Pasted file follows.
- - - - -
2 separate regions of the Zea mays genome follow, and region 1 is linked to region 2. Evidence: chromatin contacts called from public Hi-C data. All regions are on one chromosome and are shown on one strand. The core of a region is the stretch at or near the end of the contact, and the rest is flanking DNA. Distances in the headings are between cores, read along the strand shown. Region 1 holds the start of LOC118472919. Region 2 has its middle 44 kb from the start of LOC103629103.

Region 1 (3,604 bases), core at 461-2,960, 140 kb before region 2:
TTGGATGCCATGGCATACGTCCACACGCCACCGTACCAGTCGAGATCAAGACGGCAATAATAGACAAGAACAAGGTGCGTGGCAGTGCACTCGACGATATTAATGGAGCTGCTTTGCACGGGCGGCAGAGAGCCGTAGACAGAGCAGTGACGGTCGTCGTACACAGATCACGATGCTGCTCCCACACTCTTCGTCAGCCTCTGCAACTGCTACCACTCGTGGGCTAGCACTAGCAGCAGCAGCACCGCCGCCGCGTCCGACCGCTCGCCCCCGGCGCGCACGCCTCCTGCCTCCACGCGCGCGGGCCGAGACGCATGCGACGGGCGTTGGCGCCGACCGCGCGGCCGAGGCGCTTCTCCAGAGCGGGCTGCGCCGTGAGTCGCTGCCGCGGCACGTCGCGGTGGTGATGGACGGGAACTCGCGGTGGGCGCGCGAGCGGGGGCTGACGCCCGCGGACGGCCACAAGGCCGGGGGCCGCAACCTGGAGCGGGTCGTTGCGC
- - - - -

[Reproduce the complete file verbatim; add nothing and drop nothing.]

2 separate regions of the Zea mays genome follow, and region 1 is linked to region 2. Evidence: chromatin contacts called from public Hi-C data. All regions are on one chromosome and are shown on one strand. The core of a region is the stretch at or near the end of the contact, and the rest is flanking DNA. Distances in the headings are between cores, read along the strand shown. Region 1 holds the start of LOC118472919. Region 2 has its middle 44 kb from the start of LOC103629103.

Region 1 (3,604 bases), core at 461-2,960, 140 kb before region 2:
TTGGATGCCATGGCATACGTCCACACGCCACCGTACCAGTCGAGATCAAGACGGCAATAATAGACAAGAACAAGGTGCGTGGCAGTGCACTCGACGATATTAATGGAGCTGCTTTGCACGGGCGGCAGAGAGCCGTAGACAGAGCAGTGACGGTCGTCGTACACAGATCACGATGCTGCTCCCACACTCTTCGTCAGCCTCTGCAACTGCTACCACTCGTGGGCTAGCACTAGCAGCAGCAGCACCGCCGCCGCGTCCGACCGCTCGCCCCCGGCGCGCACGCCTCCTGCCTCCACGCGCGCGGGCCGAGACGCATGCGACGGGCGTTGGCGCCGACCGCGCGGCCGAGGCGCTTCTCCAGAGCGGGCTGCGCCGTGAGTCGCTGCCGCGGCACGTCGCGGTGGTGATGGACGGGAACTCGCGGTGGGCGCGCGAGCGGGGGCTGACGCCCGCGGACGGCCACAAGGCCGGGGGCCGCAACCTGGAGCGGGTCGTTGCGC